A longer-term view of the chart is even more disturbing. The stock has gone nowhere since the middle of 2003.

Although the stock bottomed after its postbubble decline well before the broad market, it's never really followed through on a brief 2001 recovery that brought it within 3 points of current levels. This is dismal performance indeed.

But Dell is so widely loved that its poor performance hasn't stopped analysts from finding the silver lining in every piece of bad news. Just last weekend,

Barron's

featured a story telling readers the current decline was yet another buying opportunity. Believe this nonsense at your own risk.

Cisco Systems

Cisco Systems is another 1990s powerhouse that's gone nowhere during this bull market. Like Dell, it now trades near the same price levels it did in 2001. And despite a few bursts of investor interest, price has gone absolutely nowhere for the last 14 months.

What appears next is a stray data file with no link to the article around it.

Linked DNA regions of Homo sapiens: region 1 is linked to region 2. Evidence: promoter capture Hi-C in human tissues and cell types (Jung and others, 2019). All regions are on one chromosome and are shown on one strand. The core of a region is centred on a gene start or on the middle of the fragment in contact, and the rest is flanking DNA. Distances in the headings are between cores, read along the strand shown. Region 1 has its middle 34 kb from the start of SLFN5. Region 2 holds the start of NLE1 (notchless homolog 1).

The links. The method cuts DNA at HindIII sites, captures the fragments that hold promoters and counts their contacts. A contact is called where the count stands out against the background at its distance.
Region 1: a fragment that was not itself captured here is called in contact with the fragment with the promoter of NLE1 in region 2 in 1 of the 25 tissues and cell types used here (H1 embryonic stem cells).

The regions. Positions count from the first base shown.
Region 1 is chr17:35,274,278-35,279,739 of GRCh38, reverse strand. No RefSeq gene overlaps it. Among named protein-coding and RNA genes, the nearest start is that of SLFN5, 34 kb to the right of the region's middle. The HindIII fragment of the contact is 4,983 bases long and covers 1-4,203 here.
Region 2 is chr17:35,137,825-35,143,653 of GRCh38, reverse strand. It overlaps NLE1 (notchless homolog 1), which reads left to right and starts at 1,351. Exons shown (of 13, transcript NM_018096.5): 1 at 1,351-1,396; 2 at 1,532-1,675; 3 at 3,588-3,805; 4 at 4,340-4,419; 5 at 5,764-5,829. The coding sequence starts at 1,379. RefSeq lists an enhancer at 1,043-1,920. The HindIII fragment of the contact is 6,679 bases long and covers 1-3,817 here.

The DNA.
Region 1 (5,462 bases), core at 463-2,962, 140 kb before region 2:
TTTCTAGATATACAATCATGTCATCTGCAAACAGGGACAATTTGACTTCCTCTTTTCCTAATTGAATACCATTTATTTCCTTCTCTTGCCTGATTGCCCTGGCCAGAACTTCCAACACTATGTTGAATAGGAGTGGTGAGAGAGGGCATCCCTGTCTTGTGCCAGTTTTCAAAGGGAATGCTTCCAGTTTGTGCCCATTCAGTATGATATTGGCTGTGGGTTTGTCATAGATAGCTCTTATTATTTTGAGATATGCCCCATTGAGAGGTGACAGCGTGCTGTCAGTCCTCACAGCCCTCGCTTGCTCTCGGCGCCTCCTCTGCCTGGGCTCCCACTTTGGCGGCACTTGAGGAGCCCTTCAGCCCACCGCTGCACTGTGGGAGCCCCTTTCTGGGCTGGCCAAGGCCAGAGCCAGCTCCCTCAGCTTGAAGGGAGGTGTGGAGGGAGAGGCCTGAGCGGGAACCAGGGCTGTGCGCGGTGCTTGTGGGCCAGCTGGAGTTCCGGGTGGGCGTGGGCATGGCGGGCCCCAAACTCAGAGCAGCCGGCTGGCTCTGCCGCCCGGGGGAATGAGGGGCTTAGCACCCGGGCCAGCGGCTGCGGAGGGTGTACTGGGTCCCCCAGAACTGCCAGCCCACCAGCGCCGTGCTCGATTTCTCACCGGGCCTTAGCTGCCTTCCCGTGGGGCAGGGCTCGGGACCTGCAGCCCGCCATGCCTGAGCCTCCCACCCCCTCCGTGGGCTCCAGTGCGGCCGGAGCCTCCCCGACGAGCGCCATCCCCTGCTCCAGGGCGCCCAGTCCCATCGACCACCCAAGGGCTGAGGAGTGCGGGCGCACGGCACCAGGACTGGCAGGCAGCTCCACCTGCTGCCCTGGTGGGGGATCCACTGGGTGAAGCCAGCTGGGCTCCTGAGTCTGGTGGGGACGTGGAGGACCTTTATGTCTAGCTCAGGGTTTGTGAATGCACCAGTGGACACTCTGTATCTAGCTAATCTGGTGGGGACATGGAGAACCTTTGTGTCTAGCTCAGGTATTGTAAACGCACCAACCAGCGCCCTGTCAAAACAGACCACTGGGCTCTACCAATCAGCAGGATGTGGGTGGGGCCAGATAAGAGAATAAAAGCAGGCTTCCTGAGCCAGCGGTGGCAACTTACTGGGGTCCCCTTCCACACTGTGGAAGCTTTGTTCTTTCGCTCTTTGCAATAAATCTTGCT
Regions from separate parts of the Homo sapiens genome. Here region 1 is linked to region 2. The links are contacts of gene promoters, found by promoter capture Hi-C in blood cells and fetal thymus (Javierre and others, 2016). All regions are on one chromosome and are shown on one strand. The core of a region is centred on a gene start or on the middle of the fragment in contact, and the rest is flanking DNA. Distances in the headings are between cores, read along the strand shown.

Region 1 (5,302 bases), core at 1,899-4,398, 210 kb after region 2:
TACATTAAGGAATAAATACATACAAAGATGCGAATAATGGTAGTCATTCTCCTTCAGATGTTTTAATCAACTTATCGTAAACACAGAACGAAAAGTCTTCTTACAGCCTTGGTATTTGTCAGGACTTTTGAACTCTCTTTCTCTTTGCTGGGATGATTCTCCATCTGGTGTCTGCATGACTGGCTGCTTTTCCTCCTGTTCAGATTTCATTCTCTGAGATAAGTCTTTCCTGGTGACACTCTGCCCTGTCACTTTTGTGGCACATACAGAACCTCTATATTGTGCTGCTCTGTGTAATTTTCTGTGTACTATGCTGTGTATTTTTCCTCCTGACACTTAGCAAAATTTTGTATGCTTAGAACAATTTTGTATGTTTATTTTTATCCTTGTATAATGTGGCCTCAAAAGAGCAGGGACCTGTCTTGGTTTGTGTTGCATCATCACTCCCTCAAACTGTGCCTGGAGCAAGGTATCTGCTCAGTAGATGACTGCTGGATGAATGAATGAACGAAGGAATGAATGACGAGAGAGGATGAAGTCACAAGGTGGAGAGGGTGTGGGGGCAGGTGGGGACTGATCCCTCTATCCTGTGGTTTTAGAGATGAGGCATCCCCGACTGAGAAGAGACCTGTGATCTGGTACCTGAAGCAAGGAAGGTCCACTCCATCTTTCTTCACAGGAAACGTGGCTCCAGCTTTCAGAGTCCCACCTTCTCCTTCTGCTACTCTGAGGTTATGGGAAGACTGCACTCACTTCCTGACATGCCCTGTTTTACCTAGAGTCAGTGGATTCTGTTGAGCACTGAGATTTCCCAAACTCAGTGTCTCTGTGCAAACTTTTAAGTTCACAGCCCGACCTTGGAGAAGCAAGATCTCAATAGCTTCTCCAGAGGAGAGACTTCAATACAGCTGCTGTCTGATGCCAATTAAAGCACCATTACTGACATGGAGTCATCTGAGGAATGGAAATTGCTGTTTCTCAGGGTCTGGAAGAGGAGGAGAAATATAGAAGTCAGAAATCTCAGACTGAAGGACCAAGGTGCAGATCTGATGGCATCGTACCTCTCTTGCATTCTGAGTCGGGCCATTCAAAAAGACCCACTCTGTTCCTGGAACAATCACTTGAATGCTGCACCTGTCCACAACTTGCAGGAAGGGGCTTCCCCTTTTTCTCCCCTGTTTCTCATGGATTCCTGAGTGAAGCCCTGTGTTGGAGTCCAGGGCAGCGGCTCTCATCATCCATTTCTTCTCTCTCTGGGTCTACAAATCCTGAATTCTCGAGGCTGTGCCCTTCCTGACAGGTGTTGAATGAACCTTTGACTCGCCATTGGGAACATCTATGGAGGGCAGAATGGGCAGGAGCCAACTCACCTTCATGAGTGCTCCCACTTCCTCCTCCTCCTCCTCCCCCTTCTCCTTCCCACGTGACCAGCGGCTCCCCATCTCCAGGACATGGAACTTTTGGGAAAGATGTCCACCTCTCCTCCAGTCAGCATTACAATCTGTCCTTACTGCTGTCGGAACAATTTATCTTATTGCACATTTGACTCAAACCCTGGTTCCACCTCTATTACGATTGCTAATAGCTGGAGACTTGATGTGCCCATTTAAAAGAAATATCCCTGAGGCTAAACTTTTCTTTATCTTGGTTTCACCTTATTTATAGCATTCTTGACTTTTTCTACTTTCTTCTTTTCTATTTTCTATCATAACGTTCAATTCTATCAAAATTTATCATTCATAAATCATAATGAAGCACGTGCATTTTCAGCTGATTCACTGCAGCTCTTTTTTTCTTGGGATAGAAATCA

Two weeks ago I got an email from a reader who wondered why Cisco can't get any respect on Wall Street. This reader was also a company employee, and listed the reasons the networking giant should be trading at higher levels. He mentioned balance sheet, profitability, cash on hand, market share and all the good things that good companies need to succeed.

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But he failed to list two items that hurt this company's prospects down the road. First, there's a lot of networking equipment out there. Exploding demand in the 1990s led to a glut of many routers, switches and other network widgets. Much of this equipment is still sitting in the aftermarket at heavily discounted prices.